France remained the biggest hotbed of Islamist terror in the EU in 2021

The sociopolitical approach of French policy toward Muslim immigrants has failed. In recent decades, heavy immigration from the former colonies has led to forming complete parallel societies across the country and increasing radicalization among Muslims. However, this also affects security in the country and Europe.

Islamist terrorist attacks, France remained the biggest hotbed of Islamist terror in the EU in 2021

RIO DE JANEIRO, BRAZIL – France recorded more arrests for planning Islamist terrorist attacks in 2021 than any other European country. Accordingly, the “Grande Nation” is a hotbed of Islamist terror in the European Union.

The sociopolitical approach of French policy toward Muslim immigrants has failed. In recent decades, heavy immigration from the former colonies has led to forming complete parallel societies across the country and increasing radicalization among Muslims. However, this also affects security in the country and Europe.

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According to the latest Europol report, more Islamist terrorist attacks were committed or foiled in France last year, and more people were arrested in connection with jihadist terrorist attacks than in any other EU member state.

France remained the biggest hotbed of Islamist terror in the EU in 2021. (Photo internet reproduction)
France remained the biggest hotbed of Islamist terror in the EU in 2021. (Photo internet reproduction)

The Situation and Development of Terrorism Report published this week by the EU law enforcement agency shows that 11 Islamist terrorist attacks were attempted on European soil in 2021, eight of which were foiled and three successfully executed.

These figures represent a significant improvement over 2020, when out of 14 attempted terrorist attacks, only four were foiled, and ten were executed.

Of the 11 attacks planned by Islamic extremists last year, five targeted France, two were designed in Germany, and one each was reported in Denmark, Hungary, Spain, and Sweden.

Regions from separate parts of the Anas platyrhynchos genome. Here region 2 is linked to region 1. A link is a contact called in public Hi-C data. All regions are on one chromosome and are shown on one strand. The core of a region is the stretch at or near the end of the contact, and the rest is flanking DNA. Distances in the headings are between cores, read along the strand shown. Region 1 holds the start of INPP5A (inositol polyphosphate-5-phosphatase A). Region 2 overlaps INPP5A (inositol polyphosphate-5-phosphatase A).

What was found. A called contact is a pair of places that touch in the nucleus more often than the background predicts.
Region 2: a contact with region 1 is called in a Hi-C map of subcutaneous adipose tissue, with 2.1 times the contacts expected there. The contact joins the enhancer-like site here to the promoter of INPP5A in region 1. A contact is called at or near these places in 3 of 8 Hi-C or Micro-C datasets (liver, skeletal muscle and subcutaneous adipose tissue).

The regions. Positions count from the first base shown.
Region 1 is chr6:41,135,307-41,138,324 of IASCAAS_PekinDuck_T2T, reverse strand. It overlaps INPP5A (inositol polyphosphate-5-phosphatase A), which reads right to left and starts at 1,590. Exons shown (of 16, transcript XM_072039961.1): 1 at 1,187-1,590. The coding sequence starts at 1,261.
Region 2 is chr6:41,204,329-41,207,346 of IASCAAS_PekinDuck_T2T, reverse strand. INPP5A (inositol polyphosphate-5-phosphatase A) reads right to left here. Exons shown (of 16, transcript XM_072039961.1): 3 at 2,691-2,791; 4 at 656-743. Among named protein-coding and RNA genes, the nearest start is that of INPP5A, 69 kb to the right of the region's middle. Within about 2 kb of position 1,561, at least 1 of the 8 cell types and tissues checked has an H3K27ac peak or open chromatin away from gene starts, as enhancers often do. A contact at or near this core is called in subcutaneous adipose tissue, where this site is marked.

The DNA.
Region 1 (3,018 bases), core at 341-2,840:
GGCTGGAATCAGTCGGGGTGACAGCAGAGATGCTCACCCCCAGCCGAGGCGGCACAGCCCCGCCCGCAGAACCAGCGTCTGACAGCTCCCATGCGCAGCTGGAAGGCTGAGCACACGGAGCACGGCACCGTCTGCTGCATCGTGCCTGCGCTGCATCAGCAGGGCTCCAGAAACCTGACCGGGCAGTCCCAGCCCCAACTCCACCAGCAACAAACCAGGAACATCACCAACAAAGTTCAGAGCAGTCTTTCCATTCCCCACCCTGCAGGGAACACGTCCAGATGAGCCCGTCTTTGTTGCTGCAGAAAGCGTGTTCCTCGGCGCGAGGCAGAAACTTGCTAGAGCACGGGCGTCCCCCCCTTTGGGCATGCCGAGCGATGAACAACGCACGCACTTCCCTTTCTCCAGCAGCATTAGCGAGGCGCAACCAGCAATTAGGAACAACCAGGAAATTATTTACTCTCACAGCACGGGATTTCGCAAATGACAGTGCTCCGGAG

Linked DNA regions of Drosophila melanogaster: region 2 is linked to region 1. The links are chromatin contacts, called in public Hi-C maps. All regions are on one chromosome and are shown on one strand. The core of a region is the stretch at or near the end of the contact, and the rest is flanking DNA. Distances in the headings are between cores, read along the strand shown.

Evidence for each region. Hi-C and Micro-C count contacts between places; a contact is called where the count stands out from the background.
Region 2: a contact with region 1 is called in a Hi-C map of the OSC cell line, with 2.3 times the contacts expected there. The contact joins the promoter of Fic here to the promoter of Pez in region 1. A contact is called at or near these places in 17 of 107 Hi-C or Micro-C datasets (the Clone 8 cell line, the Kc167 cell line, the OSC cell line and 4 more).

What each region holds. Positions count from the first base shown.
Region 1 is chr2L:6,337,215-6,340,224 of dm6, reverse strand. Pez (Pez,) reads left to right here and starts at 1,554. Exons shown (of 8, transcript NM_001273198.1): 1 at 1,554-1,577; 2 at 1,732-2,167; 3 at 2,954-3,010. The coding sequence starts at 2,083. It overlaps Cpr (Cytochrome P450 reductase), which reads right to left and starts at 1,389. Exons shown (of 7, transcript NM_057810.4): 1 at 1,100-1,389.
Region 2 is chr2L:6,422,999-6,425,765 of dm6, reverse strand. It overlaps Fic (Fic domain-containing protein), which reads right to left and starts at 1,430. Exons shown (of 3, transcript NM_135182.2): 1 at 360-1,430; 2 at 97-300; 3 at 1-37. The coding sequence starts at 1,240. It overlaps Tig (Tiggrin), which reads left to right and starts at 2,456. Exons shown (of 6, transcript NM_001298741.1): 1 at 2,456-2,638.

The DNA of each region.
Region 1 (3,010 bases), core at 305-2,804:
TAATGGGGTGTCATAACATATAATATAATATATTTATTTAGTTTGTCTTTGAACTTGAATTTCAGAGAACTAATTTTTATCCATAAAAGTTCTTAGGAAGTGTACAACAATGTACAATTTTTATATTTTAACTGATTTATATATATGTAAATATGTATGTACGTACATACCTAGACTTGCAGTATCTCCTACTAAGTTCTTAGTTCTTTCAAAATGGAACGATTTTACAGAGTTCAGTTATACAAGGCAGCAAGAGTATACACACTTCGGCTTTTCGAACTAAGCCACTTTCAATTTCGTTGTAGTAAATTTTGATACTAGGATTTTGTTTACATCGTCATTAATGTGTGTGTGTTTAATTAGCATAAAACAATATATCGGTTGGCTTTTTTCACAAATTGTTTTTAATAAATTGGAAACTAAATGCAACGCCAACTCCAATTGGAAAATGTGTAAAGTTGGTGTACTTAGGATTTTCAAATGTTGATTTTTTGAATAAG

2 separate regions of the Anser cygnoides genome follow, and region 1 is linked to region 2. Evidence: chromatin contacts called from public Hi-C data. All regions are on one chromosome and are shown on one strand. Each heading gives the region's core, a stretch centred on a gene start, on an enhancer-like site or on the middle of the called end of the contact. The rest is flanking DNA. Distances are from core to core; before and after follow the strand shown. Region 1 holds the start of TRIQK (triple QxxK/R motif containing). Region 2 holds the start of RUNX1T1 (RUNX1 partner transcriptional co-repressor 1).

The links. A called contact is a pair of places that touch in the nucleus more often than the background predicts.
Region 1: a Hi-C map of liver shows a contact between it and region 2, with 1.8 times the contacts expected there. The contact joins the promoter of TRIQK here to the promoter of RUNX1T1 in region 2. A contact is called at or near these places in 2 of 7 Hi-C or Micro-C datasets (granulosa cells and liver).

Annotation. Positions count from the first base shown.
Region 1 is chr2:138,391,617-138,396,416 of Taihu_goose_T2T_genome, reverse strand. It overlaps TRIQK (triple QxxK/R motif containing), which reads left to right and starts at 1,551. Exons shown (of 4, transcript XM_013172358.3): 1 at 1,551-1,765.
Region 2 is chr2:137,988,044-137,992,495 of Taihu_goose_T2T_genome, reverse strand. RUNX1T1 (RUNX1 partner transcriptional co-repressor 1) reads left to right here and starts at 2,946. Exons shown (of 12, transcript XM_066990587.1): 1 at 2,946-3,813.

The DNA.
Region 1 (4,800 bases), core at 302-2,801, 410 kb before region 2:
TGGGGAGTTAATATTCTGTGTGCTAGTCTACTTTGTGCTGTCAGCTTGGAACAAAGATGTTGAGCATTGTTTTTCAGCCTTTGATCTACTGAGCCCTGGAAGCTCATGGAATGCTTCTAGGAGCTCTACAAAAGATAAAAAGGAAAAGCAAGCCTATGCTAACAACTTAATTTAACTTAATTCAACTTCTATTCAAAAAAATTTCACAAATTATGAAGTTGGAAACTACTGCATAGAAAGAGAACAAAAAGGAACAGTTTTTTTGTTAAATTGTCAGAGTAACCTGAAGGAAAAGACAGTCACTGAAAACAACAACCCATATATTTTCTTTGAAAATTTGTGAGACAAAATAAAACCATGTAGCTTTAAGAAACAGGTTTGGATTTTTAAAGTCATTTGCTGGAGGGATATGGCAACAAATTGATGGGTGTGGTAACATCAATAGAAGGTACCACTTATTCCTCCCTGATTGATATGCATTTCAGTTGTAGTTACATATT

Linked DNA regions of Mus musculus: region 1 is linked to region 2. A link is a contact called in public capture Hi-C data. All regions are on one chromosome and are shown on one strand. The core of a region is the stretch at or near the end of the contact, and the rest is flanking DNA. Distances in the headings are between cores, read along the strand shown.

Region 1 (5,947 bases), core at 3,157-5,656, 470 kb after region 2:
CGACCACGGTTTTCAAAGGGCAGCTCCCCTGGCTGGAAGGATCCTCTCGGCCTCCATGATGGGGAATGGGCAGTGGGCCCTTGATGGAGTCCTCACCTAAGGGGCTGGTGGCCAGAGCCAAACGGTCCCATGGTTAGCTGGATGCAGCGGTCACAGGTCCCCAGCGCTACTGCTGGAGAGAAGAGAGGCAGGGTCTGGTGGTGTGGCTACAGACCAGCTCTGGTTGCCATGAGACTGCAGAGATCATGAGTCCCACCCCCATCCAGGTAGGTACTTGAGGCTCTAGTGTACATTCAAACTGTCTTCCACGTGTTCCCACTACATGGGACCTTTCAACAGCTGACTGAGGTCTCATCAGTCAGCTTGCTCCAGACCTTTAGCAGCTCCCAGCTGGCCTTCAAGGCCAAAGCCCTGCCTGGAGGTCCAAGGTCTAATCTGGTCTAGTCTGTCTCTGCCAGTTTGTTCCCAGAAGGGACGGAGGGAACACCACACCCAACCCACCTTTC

The foiled attack in Hungary was linked to the June 1 arrest in Kecskemét of a Hungarian national suspected of planning a terrorist attack in Hungary.

The individual allegedly pledged allegiance to IS and “expressed the intention to carry out attacks with explosive devices and ramming attacks on facilities related to the European Football Championship,” the report said. “Among other preparatory acts, he had obtained materials to make pipe bombs,” it adds.

Other foiled attacks were linked to 13 arrests in Denmark on Feb. 6-8. The individuals were arrested for planning a terrorist attack with firearms and explosive devices; five of the 13 were eventually charged. Also, on Nov. 29, two men in France were charged with planning a knife attack during the Christmas holiday.

France continued to be the EU member state with the most arrests for suspected jihadist terrorist attacks on its territory in 2021.

Of the total 260 arrests across the EU, France accounted for 96, followed by Spain and Germany with 39 and 24 arrests, respectively. The total number of arrests was in line with the 254 arrests in 2020 but decreased significantly compared to the 436 arrests in 2019.

According to the Europol report, of the jihadist suspects arrested in 2021, 80 percent were male, with an average age of 33. “The vast majority of suspects were either citizens of a non-EU country or EU citizens born outside the EU,” the report said.

Morocco, Algeria, and Pakistan were the most popular nationalities among non-EU citizens arrested. The report added that the threat of jihadist terrorism in the EU “is most likely to materialize in attacks by individuals,” pointing to the three completed attacks in the EU last year, all perpetrated by lone actors.

“Small ad hoc groups also pose a risk, as they can be easily formed and are difficult to identify and monitor,” the report said. The report also highlighted that terrorist groups are more likely to be detected by authorities in the planning stages, and their plans foiled “because a higher level of organization is required to coordinate a more complex attack.”